News for the week of April 1

Letter from France

the Seine

the Seine

An early-spring day in Rouen, Normandy this Monday, March 26: Sun lighting up the stunning stone lacework that is ‎the front facade of Rouen's cathedral, neatly planted yellow and purple pansies and crocuses in a municipal flower, and, moments later, pavement cobblestones dark with rain. More rain was predicted for the following day, but that didn't stop Dan and I from driving to Honfleur, an extremely attractive coastal town. Because Easter was approaching, one saw Easter bunnies everywhere in Honfleur: in ceramic, painted in the faïence  style of Rouen, in chocolate, in pastry, in antique shop windows and "Joyeux Pacques" signs in the shop windows. 

A rainy day is a good day for taking a driving tour along the meandering Seine from Honfleur, especially when the wonderful Musée des Beaux Art of Rouen is closed (aargh). Using secondary roads through the valleys and plateaus along that wide green river, we saw moss-painted villages, tall trees hung with balls of mistletoe, the greenest grass one could ever see, and, between Azier and Hauville, many fields headed with big piles of cow manure waiting to be spread on them. Not many apple trees in bloom yet. At La Bouille we wound down the steep road to the promenade along the Seine, hoping to have tea on a terrace, but as the photos show you, the weather discouraged it-no one was out and about, except the car ferry and its passengers.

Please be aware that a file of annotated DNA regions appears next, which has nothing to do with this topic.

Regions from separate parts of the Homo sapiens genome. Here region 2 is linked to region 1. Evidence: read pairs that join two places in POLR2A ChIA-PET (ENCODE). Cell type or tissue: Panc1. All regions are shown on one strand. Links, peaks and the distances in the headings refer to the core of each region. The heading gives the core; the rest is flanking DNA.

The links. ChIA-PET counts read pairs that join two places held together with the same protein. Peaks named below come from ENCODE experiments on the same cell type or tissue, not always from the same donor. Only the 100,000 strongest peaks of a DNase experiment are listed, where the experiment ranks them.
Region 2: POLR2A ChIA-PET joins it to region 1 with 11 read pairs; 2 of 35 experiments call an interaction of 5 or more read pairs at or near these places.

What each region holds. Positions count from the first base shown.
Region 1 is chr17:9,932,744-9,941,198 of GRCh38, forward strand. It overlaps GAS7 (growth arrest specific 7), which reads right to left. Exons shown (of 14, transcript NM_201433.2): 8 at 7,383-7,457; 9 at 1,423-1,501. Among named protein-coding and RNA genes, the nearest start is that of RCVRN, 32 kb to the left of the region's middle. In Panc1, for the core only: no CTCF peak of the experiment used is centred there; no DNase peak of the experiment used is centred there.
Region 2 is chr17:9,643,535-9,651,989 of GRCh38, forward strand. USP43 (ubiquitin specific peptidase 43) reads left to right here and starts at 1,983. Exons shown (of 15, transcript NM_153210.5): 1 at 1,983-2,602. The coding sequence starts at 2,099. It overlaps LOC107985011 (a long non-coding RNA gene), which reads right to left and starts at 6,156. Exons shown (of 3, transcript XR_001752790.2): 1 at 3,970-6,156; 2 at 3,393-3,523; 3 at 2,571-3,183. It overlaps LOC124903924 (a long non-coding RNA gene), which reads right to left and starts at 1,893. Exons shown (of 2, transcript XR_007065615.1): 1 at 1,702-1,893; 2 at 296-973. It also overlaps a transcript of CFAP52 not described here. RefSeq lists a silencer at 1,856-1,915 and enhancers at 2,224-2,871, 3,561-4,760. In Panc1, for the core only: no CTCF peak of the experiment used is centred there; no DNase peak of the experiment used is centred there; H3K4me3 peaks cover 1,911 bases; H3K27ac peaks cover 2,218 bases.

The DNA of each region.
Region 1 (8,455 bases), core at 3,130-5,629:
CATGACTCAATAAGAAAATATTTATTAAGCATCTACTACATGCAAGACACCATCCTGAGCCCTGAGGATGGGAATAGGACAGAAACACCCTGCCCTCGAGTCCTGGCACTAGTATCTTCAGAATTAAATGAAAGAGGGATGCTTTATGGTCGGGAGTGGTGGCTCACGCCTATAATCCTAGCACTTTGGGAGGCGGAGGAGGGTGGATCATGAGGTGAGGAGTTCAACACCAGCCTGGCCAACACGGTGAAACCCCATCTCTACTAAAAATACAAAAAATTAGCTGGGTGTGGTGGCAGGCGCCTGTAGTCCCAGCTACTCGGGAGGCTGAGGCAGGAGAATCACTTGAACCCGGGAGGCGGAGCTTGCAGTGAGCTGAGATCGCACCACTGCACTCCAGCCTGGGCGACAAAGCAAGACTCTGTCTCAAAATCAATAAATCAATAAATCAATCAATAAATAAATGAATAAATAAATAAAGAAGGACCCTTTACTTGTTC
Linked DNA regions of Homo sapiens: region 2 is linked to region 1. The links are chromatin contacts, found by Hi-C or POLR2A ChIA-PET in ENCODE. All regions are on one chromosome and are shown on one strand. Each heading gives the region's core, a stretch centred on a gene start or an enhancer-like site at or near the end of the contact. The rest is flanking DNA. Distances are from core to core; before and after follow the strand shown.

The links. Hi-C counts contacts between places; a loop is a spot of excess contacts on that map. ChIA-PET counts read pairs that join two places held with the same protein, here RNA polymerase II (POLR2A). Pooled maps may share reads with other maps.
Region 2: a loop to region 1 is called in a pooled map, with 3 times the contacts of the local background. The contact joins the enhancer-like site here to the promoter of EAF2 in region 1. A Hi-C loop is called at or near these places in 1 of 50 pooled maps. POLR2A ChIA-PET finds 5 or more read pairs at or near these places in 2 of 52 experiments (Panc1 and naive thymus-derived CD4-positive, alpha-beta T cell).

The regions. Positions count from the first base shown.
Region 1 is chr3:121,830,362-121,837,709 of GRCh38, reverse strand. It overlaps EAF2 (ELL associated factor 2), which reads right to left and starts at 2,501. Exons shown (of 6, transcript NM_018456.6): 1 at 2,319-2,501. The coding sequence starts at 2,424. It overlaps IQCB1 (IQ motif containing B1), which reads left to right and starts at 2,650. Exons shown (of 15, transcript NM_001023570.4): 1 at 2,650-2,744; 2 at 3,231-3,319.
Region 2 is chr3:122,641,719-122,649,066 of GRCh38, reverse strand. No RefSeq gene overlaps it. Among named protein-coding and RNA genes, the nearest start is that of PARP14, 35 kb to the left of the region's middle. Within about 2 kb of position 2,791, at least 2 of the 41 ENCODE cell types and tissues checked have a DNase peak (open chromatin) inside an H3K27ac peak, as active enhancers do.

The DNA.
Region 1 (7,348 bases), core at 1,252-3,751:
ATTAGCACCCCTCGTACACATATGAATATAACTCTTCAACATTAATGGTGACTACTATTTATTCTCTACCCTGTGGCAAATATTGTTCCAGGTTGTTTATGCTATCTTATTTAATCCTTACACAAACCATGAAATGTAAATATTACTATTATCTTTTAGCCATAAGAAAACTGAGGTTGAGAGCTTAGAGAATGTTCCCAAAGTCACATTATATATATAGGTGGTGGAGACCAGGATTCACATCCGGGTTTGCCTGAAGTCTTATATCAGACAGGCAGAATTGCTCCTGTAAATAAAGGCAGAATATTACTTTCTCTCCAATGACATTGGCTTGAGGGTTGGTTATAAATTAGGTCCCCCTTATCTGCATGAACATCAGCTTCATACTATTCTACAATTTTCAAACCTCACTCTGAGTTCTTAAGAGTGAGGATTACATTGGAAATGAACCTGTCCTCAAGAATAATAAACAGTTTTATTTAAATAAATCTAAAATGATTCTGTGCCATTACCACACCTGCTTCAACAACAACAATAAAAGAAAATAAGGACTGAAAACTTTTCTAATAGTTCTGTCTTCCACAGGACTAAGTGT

We were delighted with our excursion until we hit the traffic on the outskirts of Rouen, but a dinner that included Pigeon Rouennais, a truly marvelous dish, restored delight. 

At the moment, we are going through nail-biting morning traffic on our way to fly to Crete from Aéroport Charles de Gaulle. ‎This trip to France was far too short.

                                                                                        ~ Ellen VanderMey


How well do you know Paris? Today we look at the 14th arrondissement.


1. Why does rue Émile-Richard, which runs a respectable 382m, include only one street number?

A. Because it crosses a cemetery.
B. Because it runs along a railroad track.
C. Because it borders the bleak walls of a prison.

2. How many stories in the Montparnasse Tower?

A. 48.
B. 59.
C. 64.

3. In the Montparnasse Cemetery, the grave of the Pigeon family is surmounted by a life-sized bronze sculpture of a scene from the conjugal life of the honorable bourgeois couple. What is the scene?

A. The spouses are in their bathroom.
B. The spouses are lying side by side in their king-sized bed.
C. The spouses are in their living room.

4. What is the ratio of remains contained in the catacombs to current inhabitants of Paris?

A. Three times as many skeletons as living Parisians.
B. Equal number of Parisians above and below ground.
C. Three times fewer skeletons than living Parisians.

5. What is peculiar about the architecture of the Paris Observatory?

A. The walls of its laboratories are perfectly round, without interruption.
B. Iron and wood were shunned during its construction.
C. It rests on oil-filled caissons so that earthquakes don’t skew scientific readings.

Answers can be found at the end of the newsletter.

Travel in France: Perpignan

Answers: 1. A, rue Émile-Richard runs through Montparnasse cemetery; 2. B, 59 floors; 3. B, husband and wife in bed; 4. A, three times more skeletons than living Parisians; 5. B, Iron and wood were shunned in construction.